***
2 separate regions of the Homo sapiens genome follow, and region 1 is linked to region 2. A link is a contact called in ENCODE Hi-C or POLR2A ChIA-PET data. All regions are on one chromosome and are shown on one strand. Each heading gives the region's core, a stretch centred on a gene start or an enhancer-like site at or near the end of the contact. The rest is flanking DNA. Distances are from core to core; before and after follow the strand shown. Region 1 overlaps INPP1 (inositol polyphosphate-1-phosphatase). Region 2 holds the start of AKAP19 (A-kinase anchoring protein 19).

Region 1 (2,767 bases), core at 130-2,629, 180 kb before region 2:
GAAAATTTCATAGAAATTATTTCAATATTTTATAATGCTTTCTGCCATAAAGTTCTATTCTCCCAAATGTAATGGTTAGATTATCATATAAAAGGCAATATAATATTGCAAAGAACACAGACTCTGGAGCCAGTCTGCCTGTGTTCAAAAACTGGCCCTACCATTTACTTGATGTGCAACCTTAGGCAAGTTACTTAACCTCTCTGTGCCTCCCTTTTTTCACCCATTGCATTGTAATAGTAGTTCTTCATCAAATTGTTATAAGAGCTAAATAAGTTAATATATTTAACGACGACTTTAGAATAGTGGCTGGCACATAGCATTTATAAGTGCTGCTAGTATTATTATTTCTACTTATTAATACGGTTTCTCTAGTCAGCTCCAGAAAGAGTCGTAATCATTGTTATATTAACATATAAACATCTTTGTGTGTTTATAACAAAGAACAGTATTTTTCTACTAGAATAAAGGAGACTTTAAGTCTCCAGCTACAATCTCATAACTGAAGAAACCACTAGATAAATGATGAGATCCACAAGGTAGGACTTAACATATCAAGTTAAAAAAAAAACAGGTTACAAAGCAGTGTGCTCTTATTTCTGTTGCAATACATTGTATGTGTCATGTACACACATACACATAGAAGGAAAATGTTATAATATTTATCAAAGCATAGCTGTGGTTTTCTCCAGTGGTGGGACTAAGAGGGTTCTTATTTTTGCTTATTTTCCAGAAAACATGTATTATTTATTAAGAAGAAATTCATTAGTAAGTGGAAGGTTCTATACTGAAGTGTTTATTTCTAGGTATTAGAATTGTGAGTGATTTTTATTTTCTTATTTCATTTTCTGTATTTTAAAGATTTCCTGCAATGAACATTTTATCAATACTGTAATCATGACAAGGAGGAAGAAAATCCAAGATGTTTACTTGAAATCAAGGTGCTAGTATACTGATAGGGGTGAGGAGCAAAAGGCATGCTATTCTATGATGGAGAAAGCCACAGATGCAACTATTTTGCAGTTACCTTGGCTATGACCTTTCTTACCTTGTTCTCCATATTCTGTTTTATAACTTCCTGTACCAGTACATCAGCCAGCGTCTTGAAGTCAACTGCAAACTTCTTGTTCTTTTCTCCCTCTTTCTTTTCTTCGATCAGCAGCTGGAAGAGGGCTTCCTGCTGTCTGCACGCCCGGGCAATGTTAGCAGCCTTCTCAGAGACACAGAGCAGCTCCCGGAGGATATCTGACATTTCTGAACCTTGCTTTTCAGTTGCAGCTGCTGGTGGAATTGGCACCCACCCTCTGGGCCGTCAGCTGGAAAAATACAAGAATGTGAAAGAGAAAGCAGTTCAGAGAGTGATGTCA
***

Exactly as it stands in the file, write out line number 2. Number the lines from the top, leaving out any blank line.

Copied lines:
Region 1 (2,767 bases), core at 130-2,629, 180 kb before region 2: